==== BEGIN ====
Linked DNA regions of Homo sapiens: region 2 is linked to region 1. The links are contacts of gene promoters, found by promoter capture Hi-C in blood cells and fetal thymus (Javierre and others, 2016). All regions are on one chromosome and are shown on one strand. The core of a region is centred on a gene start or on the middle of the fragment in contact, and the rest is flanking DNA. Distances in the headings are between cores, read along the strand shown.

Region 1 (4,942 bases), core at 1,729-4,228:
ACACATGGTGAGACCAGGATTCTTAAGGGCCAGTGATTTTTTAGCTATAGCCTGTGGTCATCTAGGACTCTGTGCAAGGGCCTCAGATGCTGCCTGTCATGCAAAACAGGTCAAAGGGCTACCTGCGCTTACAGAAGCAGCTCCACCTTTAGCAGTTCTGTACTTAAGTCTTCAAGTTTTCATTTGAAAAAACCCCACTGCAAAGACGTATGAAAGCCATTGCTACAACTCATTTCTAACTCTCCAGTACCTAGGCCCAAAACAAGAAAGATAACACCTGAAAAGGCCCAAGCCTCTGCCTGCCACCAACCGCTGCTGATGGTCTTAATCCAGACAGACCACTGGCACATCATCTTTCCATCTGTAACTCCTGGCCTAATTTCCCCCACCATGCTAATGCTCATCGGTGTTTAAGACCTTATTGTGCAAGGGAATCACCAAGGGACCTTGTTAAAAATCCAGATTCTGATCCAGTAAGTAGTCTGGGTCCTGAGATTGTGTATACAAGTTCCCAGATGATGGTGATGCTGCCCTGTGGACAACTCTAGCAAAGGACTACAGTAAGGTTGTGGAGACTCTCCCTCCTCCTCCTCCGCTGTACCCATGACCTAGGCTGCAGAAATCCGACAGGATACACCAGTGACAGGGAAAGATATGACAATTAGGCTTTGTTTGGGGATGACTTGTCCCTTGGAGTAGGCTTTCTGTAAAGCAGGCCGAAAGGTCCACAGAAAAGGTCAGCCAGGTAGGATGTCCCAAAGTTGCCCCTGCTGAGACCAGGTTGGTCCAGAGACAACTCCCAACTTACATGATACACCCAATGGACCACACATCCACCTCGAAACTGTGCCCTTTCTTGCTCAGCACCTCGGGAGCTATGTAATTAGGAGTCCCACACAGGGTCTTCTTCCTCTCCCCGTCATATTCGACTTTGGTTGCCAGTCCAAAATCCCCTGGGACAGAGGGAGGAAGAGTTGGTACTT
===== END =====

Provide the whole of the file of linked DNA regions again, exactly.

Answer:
Linked DNA regions of Homo sapiens: region 2 is linked to region 1. The links are contacts of gene promoters, found by promoter capture Hi-C in blood cells and fetal thymus (Javierre and others, 2016). All regions are on one chromosome and are shown on one strand. The core of a region is centred on a gene start or on the middle of the fragment in contact, and the rest is flanking DNA. Distances in the headings are between cores, read along the strand shown.

Region 1 (4,942 bases), core at 1,729-4,228:
ACACATGGTGAGACCAGGATTCTTAAGGGCCAGTGATTTTTTAGCTATAGCCTGTGGTCATCTAGGACTCTGTGCAAGGGCCTCAGATGCTGCCTGTCATGCAAAACAGGTCAAAGGGCTACCTGCGCTTACAGAAGCAGCTCCACCTTTAGCAGTTCTGTACTTAAGTCTTCAAGTTTTCATTTGAAAAAACCCCACTGCAAAGACGTATGAAAGCCATTGCTACAACTCATTTCTAACTCTCCAGTACCTAGGCCCAAAACAAGAAAGATAACACCTGAAAAGGCCCAAGCCTCTGCCTGCCACCAACCGCTGCTGATGGTCTTAATCCAGACAGACCACTGGCACATCATCTTTCCATCTGTAACTCCTGGCCTAATTTCCCCCACCATGCTAATGCTCATCGGTGTTTAAGACCTTATTGTGCAAGGGAATCACCAAGGGACCTTGTTAAAAATCCAGATTCTGATCCAGTAAGTAGTCTGGGTCCTGAGATTGTGTATACAAGTTCCCAGATGATGGTGATGCTGCCCTGTGGACAACTCTAGCAAAGGACTACAGTAAGGTTGTGGAGACTCTCCCTCCTCCTCCTCCGCTGTACCCATGACCTAGGCTGCAGAAATCCGACAGGATACACCAGTGACAGGGAAAGATATGACAATTAGGCTTTGTTTGGGGATGACTTGTCCCTTGGAGTAGGCTTTCTGTAAAGCAGGCCGAAAGGTCCACAGAAAAGGTCAGCCAGGTAGGATGTCCCAAAGTTGCCCCTGCTGAGACCAGGTTGGTCCAGAGACAACTCCCAACTTACATGATACACCCAATGGACCACACATCCACCTCGAAACTGTGCCCTTTCTTGCTCAGCACCTCGGGAGCTATGTAATTAGGAGTCCCACACAGGGTCTTCTTCCTCTCCCCGTCATATTCGACTTTGGTTGCCAGTCCAAAATCCCCTGGGACAGAGGGAGGAAGAGTTGGTACTT